I’m off to the Euphoria dune shack this coming Saturday. I won’t have much of a power source except for a Brookstone charger that is supposed to re-charge my phone eight times. The shack has no electricity or running water. It does have an outhouse and hand pump for water. A truck will drop me off with all my stuff. If I want to go somewhere it’s by foot over lots of loose sand. This will be my fifth stint in a shack aside from a couple I’ve stayed in that belong to friends. Euphoria is teeny, but it looks out over the Atlantic. Stay tuned!
* Excerpt from “Building Provincetown, The Book” by David W. Dunlap
Cape Cod National Seashore | Euphoria (Shack 7)
Euphoria is the larger of two shacks that belonged to the writer and preservationist Hazel
Hawthorne Werner — if the adjective “larger” can be applied to a 16-by-12-foot structure. It was
built around 1930, apparently by the coast guardsman Louis “Spucky” Silva, who also built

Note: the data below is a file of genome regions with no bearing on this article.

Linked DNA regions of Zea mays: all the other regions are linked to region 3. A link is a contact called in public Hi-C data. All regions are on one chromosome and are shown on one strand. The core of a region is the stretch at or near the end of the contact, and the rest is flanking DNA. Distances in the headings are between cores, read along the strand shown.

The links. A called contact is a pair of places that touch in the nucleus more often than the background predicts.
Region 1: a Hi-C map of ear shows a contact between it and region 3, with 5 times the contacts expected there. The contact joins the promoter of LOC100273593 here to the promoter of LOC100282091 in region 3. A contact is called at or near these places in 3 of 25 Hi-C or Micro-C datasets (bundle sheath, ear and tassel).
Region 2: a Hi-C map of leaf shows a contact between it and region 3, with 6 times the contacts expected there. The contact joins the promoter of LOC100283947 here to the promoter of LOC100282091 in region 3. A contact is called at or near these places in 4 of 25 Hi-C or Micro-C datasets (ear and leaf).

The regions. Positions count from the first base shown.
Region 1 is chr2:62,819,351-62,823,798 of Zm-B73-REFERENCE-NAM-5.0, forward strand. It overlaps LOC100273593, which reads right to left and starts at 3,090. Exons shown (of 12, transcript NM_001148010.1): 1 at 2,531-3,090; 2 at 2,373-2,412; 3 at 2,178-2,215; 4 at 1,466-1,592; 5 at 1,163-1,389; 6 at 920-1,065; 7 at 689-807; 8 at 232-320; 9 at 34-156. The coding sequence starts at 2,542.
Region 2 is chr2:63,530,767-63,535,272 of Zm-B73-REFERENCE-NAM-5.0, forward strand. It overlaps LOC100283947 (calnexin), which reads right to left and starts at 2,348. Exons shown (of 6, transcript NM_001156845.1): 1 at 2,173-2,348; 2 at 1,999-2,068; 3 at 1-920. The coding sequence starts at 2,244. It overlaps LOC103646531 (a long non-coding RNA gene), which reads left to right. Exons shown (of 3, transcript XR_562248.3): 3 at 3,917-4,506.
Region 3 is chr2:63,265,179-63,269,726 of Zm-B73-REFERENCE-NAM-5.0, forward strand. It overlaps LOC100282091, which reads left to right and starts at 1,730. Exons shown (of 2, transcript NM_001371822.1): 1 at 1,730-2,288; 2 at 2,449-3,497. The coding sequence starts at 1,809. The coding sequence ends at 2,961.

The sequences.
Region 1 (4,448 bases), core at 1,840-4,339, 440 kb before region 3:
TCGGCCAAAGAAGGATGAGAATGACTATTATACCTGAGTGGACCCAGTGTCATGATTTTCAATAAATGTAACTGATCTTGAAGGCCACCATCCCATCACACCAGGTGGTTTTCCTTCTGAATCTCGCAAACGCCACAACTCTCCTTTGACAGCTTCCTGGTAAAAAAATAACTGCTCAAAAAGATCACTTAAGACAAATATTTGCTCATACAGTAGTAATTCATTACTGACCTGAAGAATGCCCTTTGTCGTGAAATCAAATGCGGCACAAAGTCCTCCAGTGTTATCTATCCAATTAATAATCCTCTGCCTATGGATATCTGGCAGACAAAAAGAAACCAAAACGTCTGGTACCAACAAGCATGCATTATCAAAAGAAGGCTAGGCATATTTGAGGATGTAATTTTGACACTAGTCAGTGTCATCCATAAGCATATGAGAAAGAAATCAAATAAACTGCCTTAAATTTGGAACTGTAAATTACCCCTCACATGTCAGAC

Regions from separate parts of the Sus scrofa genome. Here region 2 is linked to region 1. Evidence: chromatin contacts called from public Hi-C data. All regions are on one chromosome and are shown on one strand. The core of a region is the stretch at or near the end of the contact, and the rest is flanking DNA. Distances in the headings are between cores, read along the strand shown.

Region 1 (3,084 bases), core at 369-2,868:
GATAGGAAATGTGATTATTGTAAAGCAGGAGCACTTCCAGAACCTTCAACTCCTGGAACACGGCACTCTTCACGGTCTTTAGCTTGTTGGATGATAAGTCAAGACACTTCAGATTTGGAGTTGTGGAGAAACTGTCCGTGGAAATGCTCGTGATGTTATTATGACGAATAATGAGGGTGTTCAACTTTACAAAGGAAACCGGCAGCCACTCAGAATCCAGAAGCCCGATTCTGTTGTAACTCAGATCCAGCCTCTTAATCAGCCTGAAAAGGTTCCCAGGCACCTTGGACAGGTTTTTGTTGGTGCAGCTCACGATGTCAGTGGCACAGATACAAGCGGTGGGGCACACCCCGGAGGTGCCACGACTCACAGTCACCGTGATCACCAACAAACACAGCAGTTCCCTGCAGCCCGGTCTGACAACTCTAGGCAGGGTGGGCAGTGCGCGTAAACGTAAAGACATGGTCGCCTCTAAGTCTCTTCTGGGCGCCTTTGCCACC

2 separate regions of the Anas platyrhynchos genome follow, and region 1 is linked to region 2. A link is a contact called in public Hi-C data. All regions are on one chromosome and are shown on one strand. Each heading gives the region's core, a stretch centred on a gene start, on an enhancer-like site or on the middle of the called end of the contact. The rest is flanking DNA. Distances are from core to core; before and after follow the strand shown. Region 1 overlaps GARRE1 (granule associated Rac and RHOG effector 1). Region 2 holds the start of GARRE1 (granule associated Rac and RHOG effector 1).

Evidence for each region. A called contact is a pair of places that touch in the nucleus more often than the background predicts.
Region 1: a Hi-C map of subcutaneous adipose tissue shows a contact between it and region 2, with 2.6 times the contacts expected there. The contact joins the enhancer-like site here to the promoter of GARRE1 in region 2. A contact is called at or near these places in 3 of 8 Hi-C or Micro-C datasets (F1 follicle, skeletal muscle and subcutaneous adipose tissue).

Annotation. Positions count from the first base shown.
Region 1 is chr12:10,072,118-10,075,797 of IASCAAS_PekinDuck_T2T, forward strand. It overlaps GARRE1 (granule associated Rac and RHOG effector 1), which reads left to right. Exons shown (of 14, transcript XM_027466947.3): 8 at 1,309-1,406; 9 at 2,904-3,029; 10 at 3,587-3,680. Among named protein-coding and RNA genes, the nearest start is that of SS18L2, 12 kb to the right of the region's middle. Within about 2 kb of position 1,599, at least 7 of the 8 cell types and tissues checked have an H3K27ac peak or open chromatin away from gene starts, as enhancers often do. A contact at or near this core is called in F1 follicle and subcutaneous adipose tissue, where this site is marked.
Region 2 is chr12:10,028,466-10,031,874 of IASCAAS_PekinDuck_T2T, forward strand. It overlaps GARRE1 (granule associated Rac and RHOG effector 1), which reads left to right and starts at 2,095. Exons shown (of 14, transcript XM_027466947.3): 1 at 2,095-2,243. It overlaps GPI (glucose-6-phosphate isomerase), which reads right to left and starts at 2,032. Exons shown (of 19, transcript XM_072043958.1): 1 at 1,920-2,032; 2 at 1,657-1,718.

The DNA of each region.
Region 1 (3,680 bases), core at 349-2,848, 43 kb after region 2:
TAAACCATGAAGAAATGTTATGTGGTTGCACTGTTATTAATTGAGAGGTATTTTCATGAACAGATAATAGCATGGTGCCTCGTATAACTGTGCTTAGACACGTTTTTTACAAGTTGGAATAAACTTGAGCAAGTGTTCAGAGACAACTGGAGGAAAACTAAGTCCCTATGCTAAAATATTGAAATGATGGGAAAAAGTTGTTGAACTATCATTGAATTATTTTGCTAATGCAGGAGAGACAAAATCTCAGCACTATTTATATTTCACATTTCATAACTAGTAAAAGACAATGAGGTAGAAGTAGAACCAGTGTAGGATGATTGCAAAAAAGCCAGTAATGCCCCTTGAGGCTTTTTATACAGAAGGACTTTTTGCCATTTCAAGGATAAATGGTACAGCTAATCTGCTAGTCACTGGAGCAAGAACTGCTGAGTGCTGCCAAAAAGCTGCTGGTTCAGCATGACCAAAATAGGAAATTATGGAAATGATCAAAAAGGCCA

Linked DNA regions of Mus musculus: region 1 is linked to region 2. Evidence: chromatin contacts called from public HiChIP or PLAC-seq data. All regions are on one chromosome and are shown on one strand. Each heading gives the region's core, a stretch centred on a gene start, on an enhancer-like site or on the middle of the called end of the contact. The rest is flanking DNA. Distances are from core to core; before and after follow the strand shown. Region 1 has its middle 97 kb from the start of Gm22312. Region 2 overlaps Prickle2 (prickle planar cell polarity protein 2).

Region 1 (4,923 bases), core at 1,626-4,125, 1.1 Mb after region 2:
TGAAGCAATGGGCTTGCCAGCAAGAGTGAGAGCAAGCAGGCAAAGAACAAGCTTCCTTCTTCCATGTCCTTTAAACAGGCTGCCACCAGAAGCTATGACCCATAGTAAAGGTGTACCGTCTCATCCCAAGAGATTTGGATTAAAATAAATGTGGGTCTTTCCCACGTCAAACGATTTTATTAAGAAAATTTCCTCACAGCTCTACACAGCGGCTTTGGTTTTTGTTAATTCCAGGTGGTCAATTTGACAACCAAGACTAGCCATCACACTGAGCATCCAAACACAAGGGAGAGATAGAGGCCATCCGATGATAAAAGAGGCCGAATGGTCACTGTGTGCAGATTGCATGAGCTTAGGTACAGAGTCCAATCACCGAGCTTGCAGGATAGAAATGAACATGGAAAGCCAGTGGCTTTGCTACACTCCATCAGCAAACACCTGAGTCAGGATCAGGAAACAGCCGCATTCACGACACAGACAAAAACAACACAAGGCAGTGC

Thalassa. Werner, the author of The Salt House, arrived in the 1920s, pursuing a vision she’d had
of “a place by the ocean, where you could take a blanket and sleep on the beach and there was
nobody around.” She acquired Euphoria in the early 1940s. For three summers, the writer
Cynthia Huntington and her husband, the artist Bert Yarborough, rented Euphoria. Huntington
described the last of these summers in her own The Salt House, a collection of lovely essays
published in 1999. Euphoria is now maintained and managed by the Peaked Hill Trust.
Photo by Kerri Schmidt